No one even had an inkling that he was on the ship. An “inkling” (inkling) is a nice little word; it means an idea about something – a little bit of knowledge about something. Usually we say we “have an inkling.” “I have an inkling about why my wife is mad at me” – I have a little bit of an idea. It might be something about what I said concerning her mother, I’m not sure – I have an inkling.

When this man – this stowaway’s ship arrived in China, he got off of the boat and immediately assumed a new identity. “To assume a new identity” means you get a new name and begin to live and act like another person, like a completely different person.

The story continues: At first – meaning initially, during the early time he was there – he didn’t have any identification. He didn’t have any documents to show who he was, so he had to go underground. The expression “to go underground” means to hide from the police, to live in a place where everything is unofficial – there are no records. Usually this is something related to criminal activity – something that is against the law. In fact, there’s a noun, “the underground,” which refers to the Mafia – it refers to organized crime, people who are organized to commit a series of crimes.

So, he went underground, but eventually, he made enough money to buy a passport on the black market. The “black market” is a place where you can buy and sell things illegally, either because you haven’t paid taxes that you should, or because what you are buying and selling is illegal or stolen. So, if you try to buy cigarettes in the United States without taxes, that would be something “on the black market,” meaning it’s an illegal activity.

How did this man get caught? How did the police find him? He tried to reenter the United States – he tried to come back to the U.S. – and the security officers at the airport – the police at the airport – saw that his passport was forged. When we say something is “forged” (forged), we mean that it is falsified. Another word would be “counterfeit.” It’s when you try to make some official document, but it isn’t real, or it’s been signed by the wrong person. You can try to forge a driver’s license; make a driver’s license yourself that looks like a real driver’s license but isn’t real. We also use that term as a verb, “to forge,” meaning to make something false. Or, if we’re talking about a check that you get from the bank, it means to sign your name – to put the signature down of someone else. That is “forging a check.”

Well, this man forged his passport and he was caught. The police nabbed him right away. “To nab (nab) someone” means to arrest someone, to catch someone and put them in jail because they’ve done something illegal – something wrong. The man will soon be going to trial again – that is, unless he escapes. He’ll be going to the judge unless he gets away – unless he is able to escape again.

Now let’s listen to the story, this time at a normal speed.

[start of story]

I read an article in the newspaper this morning about a man who had been on the lam for 12 years. He was wanted by the police because they believed he had committed a murder. But before the man could go to trial, he bolted and left the country. He has been on the “Most Wanted” list in this state ever since.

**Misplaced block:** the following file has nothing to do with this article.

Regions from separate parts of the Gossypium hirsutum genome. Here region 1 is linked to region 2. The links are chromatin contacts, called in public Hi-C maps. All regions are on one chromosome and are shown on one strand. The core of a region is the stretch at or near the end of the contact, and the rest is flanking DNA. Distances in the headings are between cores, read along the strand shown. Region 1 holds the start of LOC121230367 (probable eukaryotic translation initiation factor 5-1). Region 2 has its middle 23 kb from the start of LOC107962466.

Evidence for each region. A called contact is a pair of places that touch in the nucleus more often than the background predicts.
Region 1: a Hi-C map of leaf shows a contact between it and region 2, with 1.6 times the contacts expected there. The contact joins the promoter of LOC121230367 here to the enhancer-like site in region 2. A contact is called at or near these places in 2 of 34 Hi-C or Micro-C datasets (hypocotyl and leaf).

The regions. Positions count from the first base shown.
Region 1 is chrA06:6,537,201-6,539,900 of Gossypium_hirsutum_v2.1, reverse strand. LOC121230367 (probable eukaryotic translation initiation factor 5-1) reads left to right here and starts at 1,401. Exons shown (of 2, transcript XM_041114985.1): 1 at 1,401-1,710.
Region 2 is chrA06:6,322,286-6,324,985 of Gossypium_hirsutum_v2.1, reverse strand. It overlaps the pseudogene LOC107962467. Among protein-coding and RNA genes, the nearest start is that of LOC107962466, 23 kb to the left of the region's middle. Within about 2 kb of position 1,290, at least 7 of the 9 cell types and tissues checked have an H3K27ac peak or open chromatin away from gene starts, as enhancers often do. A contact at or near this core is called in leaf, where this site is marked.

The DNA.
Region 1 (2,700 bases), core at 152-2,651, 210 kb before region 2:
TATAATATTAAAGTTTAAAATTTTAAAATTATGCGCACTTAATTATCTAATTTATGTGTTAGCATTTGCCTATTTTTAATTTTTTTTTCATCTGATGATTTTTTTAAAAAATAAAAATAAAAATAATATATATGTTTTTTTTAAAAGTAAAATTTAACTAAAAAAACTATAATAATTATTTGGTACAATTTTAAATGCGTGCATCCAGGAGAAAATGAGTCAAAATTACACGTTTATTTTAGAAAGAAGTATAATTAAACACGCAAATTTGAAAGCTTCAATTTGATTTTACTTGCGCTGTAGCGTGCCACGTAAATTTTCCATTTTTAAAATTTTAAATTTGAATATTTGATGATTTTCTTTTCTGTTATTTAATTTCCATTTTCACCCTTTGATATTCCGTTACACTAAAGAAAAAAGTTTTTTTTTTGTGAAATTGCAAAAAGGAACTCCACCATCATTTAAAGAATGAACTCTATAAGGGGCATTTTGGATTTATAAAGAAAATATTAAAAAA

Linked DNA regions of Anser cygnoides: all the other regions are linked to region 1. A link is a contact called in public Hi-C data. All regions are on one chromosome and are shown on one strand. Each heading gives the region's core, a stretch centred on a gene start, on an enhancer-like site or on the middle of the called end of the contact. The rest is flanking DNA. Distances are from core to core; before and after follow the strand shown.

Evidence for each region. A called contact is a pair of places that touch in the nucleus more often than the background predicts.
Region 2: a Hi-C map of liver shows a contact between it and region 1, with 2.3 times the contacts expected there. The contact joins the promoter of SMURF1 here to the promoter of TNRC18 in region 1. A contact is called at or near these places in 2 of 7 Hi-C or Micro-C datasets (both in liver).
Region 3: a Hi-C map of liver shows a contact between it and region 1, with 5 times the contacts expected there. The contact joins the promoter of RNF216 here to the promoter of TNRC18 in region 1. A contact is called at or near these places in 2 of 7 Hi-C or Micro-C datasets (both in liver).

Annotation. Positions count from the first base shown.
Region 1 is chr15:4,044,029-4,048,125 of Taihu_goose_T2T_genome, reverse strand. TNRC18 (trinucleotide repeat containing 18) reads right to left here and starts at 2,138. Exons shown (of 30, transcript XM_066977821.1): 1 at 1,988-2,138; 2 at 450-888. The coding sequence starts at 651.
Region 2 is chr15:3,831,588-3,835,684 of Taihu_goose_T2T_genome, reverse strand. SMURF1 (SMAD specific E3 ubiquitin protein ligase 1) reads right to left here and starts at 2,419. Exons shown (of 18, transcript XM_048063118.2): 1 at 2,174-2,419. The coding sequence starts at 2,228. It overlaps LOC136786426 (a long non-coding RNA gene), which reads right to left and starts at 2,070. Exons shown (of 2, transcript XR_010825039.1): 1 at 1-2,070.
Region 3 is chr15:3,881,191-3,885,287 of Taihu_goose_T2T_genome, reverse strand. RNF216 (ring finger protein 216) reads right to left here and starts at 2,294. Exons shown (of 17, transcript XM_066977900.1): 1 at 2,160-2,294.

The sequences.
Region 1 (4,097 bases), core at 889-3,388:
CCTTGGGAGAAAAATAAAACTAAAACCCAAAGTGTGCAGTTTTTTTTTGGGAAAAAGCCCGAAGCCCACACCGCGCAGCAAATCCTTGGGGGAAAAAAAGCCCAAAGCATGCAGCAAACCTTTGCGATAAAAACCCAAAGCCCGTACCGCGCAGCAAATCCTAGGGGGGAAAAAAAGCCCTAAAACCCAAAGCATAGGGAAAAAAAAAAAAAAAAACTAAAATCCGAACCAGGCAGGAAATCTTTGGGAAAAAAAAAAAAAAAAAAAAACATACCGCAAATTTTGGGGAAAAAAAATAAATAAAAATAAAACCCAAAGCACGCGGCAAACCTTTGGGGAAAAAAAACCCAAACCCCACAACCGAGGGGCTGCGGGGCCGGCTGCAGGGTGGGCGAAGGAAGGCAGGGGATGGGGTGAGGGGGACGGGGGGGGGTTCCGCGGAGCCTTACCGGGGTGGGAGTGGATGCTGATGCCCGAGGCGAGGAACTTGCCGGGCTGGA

How did he get away? The police had confiscated his passport, but he wore a disguise and became a stowaway on a ship heading for China. While on the boat, he kept out of sight and was holed up in the cargo section of the ship the entire time. No one even had an inkling that he was on the ship! When the ship arrived in China, he got off and immediately assumed a new identity. At first, he didn’t have any identification and he had to go underground, but eventually, he made enough money to buy a passport on the black market.

How did he get caught? He tried to reenter the United States and the security officers at the airport saw that his passport was forged. He was nabbed right away and he’ll be going to trial soon. That is, unless he escapes!

[end of story]

The script for this episode was written by Dr. Lucy Tse, who is not on the lam – at least, as far as I know!

If you have a comment or question about our podcast, you can email us. Our email address is eslpod@eslpod.com.

From Los Angeles, California, I’m Jeff McQuillan. Thanks for listening. We’ll see you next time on ESL Podcast.

English as a Second Language Podcast is written and produced by Dr. Lucy Tse, hosted by Dr. Jeff McQuillan. This podcast is copyright 2007.

Glossary
on the lam – hiding from the police; on the run

* After he was convicted, he went on the lam. If the police find him, he’ll go to jail for at least 15 years.


wanted – sought after by the police; on a list of people whom the police are looking for

* Betsy Smith is wanted for bank robbery.


to bolt – to leave a place very quickly; to escape; to run away

* Karina was so embarrassed when her dress ripped at the party that she bolted out of the house and started running down the street.

to confiscate – to take something away from another person; to hold something that belongs to another person for a period of time, often as a punishment

* If you drink alcohol while driving, the police may confiscate your driver’s license.


disguise – costume; clothing, make-up, fake hair, and/or glasses used to make one look like another person

* Guillermo wore a very strange disguise, and even his own mother couldn’t recognize him.


stowaway – a person who rides on a plane, train, or boat without being seen and without paying

* Xia didn’t have enough money for the boat ticket, so she decided to try to go as a stowaway.


to keep out of sight – to remain unseen; to hide and not let oneself be seen by anyone